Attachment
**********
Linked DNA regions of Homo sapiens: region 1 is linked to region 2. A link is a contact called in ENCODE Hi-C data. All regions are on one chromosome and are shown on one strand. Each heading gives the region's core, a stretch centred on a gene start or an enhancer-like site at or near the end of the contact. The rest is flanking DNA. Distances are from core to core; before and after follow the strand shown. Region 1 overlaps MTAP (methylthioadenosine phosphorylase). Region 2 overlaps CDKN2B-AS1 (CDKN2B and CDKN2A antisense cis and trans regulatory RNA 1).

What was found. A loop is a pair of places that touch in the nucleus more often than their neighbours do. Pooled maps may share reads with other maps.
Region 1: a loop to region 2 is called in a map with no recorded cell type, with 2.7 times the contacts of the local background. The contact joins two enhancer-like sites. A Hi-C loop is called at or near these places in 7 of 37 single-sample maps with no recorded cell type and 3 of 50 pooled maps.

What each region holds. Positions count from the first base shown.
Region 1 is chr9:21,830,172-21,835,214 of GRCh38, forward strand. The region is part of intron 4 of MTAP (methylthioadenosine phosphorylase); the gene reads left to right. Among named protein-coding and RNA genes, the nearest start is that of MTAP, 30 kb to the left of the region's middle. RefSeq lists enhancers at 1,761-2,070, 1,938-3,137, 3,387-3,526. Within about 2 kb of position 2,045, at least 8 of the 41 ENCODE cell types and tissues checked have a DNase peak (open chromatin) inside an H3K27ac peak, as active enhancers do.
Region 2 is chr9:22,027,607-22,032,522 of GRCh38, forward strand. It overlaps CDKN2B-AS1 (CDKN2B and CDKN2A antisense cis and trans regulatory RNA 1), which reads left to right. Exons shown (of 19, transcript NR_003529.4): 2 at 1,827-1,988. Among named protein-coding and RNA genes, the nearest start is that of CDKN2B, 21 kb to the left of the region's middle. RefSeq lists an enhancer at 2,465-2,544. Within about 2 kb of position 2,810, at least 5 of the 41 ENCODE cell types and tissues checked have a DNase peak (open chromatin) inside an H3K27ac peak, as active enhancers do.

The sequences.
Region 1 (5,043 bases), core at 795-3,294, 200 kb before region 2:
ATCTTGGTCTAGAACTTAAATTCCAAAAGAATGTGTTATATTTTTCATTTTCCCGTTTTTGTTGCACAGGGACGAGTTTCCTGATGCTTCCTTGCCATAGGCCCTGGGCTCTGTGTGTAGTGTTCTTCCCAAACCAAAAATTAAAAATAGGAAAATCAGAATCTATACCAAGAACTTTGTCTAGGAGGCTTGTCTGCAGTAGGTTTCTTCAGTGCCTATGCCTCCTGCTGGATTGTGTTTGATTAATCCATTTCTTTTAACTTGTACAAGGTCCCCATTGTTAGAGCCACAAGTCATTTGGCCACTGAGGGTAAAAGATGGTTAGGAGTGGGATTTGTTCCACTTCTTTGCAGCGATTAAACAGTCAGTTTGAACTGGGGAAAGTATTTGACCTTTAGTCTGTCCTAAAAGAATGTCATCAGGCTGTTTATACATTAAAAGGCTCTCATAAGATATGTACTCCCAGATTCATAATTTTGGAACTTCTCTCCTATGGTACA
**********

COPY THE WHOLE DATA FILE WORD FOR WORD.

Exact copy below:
Linked DNA regions of Homo sapiens: region 1 is linked to region 2. A link is a contact called in ENCODE Hi-C data. All regions are on one chromosome and are shown on one strand. Each heading gives the region's core, a stretch centred on a gene start or an enhancer-like site at or near the end of the contact. The rest is flanking DNA. Distances are from core to core; before and after follow the strand shown. Region 1 overlaps MTAP (methylthioadenosine phosphorylase). Region 2 overlaps CDKN2B-AS1 (CDKN2B and CDKN2A antisense cis and trans regulatory RNA 1).

What was found. A loop is a pair of places that touch in the nucleus more often than their neighbours do. Pooled maps may share reads with other maps.
Region 1: a loop to region 2 is called in a map with no recorded cell type, with 2.7 times the contacts of the local background. The contact joins two enhancer-like sites. A Hi-C loop is called at or near these places in 7 of 37 single-sample maps with no recorded cell type and 3 of 50 pooled maps.

What each region holds. Positions count from the first base shown.
Region 1 is chr9:21,830,172-21,835,214 of GRCh38, forward strand. The region is part of intron 4 of MTAP (methylthioadenosine phosphorylase); the gene reads left to right. Among named protein-coding and RNA genes, the nearest start is that of MTAP, 30 kb to the left of the region's middle. RefSeq lists enhancers at 1,761-2,070, 1,938-3,137, 3,387-3,526. Within about 2 kb of position 2,045, at least 8 of the 41 ENCODE cell types and tissues checked have a DNase peak (open chromatin) inside an H3K27ac peak, as active enhancers do.
Region 2 is chr9:22,027,607-22,032,522 of GRCh38, forward strand. It overlaps CDKN2B-AS1 (CDKN2B and CDKN2A antisense cis and trans regulatory RNA 1), which reads left to right. Exons shown (of 19, transcript NR_003529.4): 2 at 1,827-1,988. Among named protein-coding and RNA genes, the nearest start is that of CDKN2B, 21 kb to the left of the region's middle. RefSeq lists an enhancer at 2,465-2,544. Within about 2 kb of position 2,810, at least 5 of the 41 ENCODE cell types and tissues checked have a DNase peak (open chromatin) inside an H3K27ac peak, as active enhancers do.

The sequences.
Region 1 (5,043 bases), core at 795-3,294, 200 kb before region 2:
ATCTTGGTCTAGAACTTAAATTCCAAAAGAATGTGTTATATTTTTCATTTTCCCGTTTTTGTTGCACAGGGACGAGTTTCCTGATGCTTCCTTGCCATAGGCCCTGGGCTCTGTGTGTAGTGTTCTTCCCAAACCAAAAATTAAAAATAGGAAAATCAGAATCTATACCAAGAACTTTGTCTAGGAGGCTTGTCTGCAGTAGGTTTCTTCAGTGCCTATGCCTCCTGCTGGATTGTGTTTGATTAATCCATTTCTTTTAACTTGTACAAGGTCCCCATTGTTAGAGCCACAAGTCATTTGGCCACTGAGGGTAAAAGATGGTTAGGAGTGGGATTTGTTCCACTTCTTTGCAGCGATTAAACAGTCAGTTTGAACTGGGGAAAGTATTTGACCTTTAGTCTGTCCTAAAAGAATGTCATCAGGCTGTTTATACATTAAAAGGCTCTCATAAGATATGTACTCCCAGATTCATAATTTTGGAACTTCTCTCCTATGGTACA